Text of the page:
Mayor Adams needs to call out exactly who’s handcuffing NYC on crime


The Manhattan Chamber of Commerce hosted its first-ever Anti-Crime Summit Thursday. That the chamber thought the event was necessary is a bad sign: If things were going well, it would leave the pols to it. The mayor retains a lot of goodwill, largely because he’s not Bill de Blasio — but he’s running out of time for spectacular early results.

Eric Adams’ summit speech illustrated the problem: The mayor can’t decide whether he wants to declare victory or issue a crisis call for help.

He ended on the victory note, telling the crowd, “We’re in a good place, New York. “New York is back,” he declared. “We’re seeing a decrease in crime.” But he’s also smart enough to know you don’t sell a win to people who feel like they’re losing.

Crime in core Manhattan is not down.

In the Manhattan South patrol borough — the half of Manhattan with major businesses — felony crime for the month ending Jan. 15 was up 13.3% percent from a year earlier. It’s up 24.7% relative to 2019, before the pandemic.

These poor results have brought down the whole borough. Serious crime in all Manhattan is up 5.3% from a year ago and 19.8% relative to 2019. 

And Manhattan is faring worse than the city. Citywide, serious crime is down 1.3% from last year.

The summit’s very location, between Midtown and Hell’s Kitchen, was apt, if the goal was to illustrate the problems. Just a block away, barely 24 hours before, a gang of robbers shot an illegal-pot shop worker.

Manhattan DA Alvin Bragg claimed his office is underfunded and "the first issue is resources” when it comes to curbing crime.
Manhattan DA Alvin Bragg claimed his office is underfunded and “the first issue is resources” when it comes to curbing crime.
Robert Miller

And not even half a block away is a huge storefront that’s been empty for a year because the drugstore there for a quarter-century closed due to mass shoplifting. As Walgreens “asset protection director” Joe Stein told conference-goers, “When these stores close, you create blight.”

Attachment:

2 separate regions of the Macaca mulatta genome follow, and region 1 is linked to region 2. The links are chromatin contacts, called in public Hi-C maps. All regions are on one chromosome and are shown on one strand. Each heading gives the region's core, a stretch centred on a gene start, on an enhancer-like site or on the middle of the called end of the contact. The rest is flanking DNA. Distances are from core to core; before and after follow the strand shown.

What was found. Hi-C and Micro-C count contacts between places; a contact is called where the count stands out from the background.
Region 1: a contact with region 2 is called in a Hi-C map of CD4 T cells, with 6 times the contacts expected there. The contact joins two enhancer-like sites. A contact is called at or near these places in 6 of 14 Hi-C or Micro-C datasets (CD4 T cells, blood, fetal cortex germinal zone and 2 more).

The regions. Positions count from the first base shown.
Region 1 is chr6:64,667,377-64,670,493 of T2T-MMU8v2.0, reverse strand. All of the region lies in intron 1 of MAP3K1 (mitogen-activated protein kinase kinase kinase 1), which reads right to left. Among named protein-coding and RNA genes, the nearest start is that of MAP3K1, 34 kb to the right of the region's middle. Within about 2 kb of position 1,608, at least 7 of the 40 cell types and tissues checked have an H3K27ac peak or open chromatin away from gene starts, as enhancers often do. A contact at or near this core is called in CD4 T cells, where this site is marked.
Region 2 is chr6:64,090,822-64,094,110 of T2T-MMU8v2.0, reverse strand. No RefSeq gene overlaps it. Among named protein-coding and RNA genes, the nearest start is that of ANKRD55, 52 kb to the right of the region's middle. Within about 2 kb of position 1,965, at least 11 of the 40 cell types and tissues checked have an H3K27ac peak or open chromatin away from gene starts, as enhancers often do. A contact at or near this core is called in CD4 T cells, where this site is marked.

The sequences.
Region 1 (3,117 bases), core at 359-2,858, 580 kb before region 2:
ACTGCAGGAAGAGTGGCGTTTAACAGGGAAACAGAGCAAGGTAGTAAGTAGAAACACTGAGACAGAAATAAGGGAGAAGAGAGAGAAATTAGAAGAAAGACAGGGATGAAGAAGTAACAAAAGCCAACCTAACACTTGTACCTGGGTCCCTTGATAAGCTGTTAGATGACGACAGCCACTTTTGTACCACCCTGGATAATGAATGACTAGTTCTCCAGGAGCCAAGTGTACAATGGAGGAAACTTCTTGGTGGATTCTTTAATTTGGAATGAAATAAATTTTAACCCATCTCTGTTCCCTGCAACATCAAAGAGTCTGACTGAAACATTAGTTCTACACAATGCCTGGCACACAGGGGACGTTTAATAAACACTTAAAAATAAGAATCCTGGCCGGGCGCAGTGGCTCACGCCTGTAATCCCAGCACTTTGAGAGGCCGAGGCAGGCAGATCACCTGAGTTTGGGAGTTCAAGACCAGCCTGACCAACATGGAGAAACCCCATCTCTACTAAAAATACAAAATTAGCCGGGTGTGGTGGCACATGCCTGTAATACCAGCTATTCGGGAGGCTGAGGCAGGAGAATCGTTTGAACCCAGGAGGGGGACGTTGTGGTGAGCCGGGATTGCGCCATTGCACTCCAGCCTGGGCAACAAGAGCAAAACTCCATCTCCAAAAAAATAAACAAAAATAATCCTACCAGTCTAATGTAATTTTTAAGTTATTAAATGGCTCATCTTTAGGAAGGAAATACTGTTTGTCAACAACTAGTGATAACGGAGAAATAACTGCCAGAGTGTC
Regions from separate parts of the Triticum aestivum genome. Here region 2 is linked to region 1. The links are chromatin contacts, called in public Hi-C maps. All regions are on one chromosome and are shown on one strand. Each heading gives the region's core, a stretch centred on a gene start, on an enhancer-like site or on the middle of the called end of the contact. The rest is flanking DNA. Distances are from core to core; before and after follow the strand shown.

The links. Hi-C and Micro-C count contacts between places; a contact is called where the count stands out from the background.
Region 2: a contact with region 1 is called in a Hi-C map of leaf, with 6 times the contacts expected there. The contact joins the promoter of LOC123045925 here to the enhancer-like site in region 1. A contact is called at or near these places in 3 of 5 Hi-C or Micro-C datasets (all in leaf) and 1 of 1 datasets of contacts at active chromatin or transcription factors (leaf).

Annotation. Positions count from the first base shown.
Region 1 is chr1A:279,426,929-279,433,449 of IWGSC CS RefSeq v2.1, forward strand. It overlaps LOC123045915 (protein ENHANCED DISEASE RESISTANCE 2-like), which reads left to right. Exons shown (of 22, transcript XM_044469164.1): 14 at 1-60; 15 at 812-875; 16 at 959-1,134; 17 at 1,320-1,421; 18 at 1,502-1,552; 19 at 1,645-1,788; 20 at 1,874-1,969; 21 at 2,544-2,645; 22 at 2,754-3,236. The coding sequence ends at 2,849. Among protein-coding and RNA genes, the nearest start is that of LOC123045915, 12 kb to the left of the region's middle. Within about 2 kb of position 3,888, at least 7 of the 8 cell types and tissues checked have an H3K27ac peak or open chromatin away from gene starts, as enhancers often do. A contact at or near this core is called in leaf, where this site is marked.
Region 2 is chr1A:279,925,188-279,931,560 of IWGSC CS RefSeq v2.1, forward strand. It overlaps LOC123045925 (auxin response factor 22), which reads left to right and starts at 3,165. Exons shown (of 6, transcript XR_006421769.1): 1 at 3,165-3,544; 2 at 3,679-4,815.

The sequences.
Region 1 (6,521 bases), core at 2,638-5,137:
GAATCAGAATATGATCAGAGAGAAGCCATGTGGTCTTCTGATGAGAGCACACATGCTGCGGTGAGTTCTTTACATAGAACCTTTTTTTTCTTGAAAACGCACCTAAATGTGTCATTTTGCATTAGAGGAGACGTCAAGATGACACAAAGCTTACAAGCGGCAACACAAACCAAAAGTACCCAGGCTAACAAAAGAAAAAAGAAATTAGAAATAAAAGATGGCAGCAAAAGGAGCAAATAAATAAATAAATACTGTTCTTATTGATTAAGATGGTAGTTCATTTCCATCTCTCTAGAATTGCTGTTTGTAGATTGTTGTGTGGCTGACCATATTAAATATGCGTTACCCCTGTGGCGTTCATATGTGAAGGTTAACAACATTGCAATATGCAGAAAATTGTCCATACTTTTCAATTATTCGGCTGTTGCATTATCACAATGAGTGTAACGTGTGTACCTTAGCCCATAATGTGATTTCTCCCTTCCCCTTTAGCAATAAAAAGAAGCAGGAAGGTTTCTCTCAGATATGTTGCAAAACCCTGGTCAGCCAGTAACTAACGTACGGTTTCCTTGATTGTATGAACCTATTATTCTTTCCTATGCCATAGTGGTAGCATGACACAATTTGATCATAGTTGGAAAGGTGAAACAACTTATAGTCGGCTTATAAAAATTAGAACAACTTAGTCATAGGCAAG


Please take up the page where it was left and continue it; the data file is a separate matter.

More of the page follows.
Manhattan’s Upper West Side was the site of the year’s first subway murder later last week, when a violent convict on state parole fatally pushed a man; not far away, an elderly woman was bound and killed in her apartment.

When a moderator asked a panel of business owners and private security officials whether they agreed with the mayor that “New York is back,” the answer was — laughter.

One speaker did allow that things are “better.” Yes, they’re a little better because Broadway and the reopened tourist trade have brought foot traffic, and police are dealing more assertively with the dangerous street vagrants. 

But when laughter is the instinctual reaction, New York needs to do better than awful.

Much of the slow roll isn’t the mayor’s fault. As he said in his speech, state law “handcuffs” police in closing down the city’s 1,400 illegal, all-cash pot shops, like the one where the worker was shot last week. So an incompetent Legislature in drawing up its pot regulations saddled New York with hundreds of nuisance stores that attract crime.

But Adams doesn’t put it that way. “Because of the way the rules were put through Albany . . . we have to work around that,” he observed, rather than calling on the governor and Legislature to fix the rules — now. 

After the mayor left, a panel of the state’s most powerful elected officials showed they aren’t in the mood for more changes to hastily enacted laws that have “handcuffed” New York, whether criminal-justice or marijuana “reforms.” 

So they’ve all agreed that the problem is “resources.” “We have made changes,” state Sen. Jamaal Bailey (D-Bronx) insisted. “Repeat offenders can be held.” 

NYPD Chief of Department Jeffrey Maddrey noted at the summit that police are  “constantly arresting the same people."
NYPD Chief of Department Jeffrey Maddrey noted at the summit that police are “constantly arresting the same people.”
Robert Miller

Alvin Bragg, Manhattan district attorney, acknowledged state changes to the evidence-discovery process have forced his office to drop important cases, including domestic-violence cases.

But he, too, implied the state can fix the problems with cash. “We are underfunded,” he said. “The first issue is resources.” 

Assemblyman Jeffrey Dinowitz (D- Bronx) blamed cops for failing to arrest suspects. “It’s really not their call to decide whether somebody should be arrested,” he said of the NYPD

To which NYPD Chief of Department Jeffrey Maddrey gamely responded that police are “constantly arresting the same people. . . . They would not be repeat offenders if the officers were not constantly arresting them.”

Eventually, New Yorkers will grow tired of excuses — but they will blame the mayor. He needs to be clearer who is “handcuffing” the city and exactly how.

Nicole Gelinas is a contributing editor to the Manhattan Institute’s City Journal.


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